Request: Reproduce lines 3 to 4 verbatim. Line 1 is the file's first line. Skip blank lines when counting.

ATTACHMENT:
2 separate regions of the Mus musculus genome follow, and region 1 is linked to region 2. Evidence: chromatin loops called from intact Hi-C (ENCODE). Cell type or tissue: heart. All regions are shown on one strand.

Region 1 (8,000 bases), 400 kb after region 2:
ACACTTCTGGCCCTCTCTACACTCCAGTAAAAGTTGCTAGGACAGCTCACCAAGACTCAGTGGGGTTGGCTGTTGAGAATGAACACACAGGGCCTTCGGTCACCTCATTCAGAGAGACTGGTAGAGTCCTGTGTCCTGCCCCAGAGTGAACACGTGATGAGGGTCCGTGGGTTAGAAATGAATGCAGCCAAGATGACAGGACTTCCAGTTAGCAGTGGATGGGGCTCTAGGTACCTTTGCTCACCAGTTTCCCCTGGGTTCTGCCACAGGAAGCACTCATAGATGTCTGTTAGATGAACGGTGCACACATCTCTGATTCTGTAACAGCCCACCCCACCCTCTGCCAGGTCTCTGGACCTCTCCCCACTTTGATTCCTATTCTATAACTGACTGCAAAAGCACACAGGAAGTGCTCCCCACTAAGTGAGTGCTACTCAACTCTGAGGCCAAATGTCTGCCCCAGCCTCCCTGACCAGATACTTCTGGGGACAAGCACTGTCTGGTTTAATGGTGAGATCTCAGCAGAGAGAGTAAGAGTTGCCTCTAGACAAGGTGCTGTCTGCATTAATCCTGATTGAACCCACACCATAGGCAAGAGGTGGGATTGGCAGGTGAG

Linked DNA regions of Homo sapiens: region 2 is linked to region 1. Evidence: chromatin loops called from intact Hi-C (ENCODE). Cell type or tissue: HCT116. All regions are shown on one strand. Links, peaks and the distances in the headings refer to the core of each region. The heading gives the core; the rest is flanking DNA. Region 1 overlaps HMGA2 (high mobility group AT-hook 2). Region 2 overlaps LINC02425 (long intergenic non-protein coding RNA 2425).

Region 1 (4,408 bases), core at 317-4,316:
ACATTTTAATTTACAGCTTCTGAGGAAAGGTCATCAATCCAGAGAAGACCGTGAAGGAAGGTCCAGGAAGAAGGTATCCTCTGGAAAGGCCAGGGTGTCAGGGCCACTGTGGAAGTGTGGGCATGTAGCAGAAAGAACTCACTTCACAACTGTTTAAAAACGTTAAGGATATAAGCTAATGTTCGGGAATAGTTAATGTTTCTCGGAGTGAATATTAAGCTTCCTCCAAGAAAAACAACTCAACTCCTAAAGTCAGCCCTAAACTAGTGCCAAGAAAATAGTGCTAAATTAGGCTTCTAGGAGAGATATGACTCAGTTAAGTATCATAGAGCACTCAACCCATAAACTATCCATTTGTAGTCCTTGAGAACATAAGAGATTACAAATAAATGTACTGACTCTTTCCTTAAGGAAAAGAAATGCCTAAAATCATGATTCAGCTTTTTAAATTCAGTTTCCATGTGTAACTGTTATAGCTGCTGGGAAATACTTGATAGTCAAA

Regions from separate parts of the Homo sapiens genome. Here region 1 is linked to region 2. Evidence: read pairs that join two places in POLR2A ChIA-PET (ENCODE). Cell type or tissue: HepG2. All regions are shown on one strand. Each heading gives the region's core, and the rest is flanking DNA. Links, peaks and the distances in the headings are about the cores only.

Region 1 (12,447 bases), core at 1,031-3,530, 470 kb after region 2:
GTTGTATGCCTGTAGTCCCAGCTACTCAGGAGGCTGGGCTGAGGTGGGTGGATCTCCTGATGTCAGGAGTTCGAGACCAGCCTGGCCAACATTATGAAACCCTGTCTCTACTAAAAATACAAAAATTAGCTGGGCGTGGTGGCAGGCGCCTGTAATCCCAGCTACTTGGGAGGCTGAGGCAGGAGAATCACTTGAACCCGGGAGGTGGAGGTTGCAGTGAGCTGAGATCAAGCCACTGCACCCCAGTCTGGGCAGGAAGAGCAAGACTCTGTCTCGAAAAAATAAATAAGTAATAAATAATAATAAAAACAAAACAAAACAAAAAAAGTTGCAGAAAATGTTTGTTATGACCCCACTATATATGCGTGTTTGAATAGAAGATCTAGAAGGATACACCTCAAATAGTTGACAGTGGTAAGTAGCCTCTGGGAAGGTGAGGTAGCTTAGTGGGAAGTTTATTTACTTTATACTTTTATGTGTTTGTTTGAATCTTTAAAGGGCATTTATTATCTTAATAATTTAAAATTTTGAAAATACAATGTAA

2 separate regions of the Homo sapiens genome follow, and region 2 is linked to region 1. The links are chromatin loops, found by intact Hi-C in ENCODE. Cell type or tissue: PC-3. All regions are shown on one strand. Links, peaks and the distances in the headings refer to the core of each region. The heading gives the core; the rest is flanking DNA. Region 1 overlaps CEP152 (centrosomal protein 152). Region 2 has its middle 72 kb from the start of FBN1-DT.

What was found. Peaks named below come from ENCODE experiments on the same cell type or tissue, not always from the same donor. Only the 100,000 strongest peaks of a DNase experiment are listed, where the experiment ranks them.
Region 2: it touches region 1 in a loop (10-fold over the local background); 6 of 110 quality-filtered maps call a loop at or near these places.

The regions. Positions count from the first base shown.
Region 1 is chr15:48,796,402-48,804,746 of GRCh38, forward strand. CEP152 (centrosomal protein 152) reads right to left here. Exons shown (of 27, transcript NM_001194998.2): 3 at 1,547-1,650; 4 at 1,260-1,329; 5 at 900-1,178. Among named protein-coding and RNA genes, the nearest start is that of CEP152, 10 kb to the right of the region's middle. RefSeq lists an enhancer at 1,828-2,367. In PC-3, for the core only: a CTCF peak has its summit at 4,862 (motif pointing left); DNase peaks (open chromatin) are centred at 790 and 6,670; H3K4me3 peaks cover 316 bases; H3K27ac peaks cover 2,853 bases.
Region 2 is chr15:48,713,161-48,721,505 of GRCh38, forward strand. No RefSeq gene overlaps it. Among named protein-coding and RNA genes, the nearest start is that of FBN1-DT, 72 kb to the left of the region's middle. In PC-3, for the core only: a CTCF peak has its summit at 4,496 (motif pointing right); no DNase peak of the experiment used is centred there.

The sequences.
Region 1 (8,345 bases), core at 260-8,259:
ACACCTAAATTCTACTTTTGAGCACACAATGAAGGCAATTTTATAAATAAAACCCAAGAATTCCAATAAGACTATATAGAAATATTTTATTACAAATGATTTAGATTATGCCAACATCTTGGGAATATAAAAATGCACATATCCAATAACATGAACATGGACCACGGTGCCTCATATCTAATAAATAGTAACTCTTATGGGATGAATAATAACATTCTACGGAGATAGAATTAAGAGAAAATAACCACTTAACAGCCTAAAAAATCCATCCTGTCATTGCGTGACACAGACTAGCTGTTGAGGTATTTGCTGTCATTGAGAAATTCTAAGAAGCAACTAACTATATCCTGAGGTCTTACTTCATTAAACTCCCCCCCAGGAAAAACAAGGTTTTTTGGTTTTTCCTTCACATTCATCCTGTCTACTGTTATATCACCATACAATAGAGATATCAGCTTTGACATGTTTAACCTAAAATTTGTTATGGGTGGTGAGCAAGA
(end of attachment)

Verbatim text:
ACACTTCTGGCCCTCTCTACACTCCAGTAAAAGTTGCTAGGACAGCTCACCAAGACTCAGTGGGGTTGGCTGTTGAGAATGAACACACAGGGCCTTCGGTCACCTCATTCAGAGAGACTGGTAGAGTCCTGTGTCCTGCCCCAGAGTGAACACGTGATGAGGGTCCGTGGGTTAGAAATGAATGCAGCCAAGATGACAGGACTTCCAGTTAGCAGTGGATGGGGCTCTAGGTACCTTTGCTCACCAGTTTCCCCTGGGTTCTGCCACAGGAAGCACTCATAGATGTCTGTTAGATGAACGGTGCACACATCTCTGATTCTGTAACAGCCCACCCCACCCTCTGCCAGGTCTCTGGACCTCTCCCCACTTTGATTCCTATTCTATAACTGACTGCAAAAGCACACAGGAAGTGCTCCCCACTAAGTGAGTGCTACTCAACTCTGAGGCCAAATGTCTGCCCCAGCCTCCCTGACCAGATACTTCTGGGGACAAGCACTGTCTGGTTTAATGGTGAGATCTCAGCAGAGAGAGTAAGAGTTGCCTCTAGACAAGGTGCTGTCTGCATTAATCCTGATTGAACCCACACCATAGGCAAGAGGTGGGATTGGCAGGTGAG

Linked DNA regions of Homo sapiens: region 2 is linked to region 1. Evidence: chromatin loops called from intact Hi-C (ENCODE). Cell type or tissue: HCT116. All regions are shown on one strand. Links, peaks and the distances in the headings refer to the core of each region. The heading gives the core; the rest is flanking DNA. Region 1 overlaps HMGA2 (high mobility group AT-hook 2). Region 2 overlaps LINC02425 (long intergenic non-protein coding RNA 2425).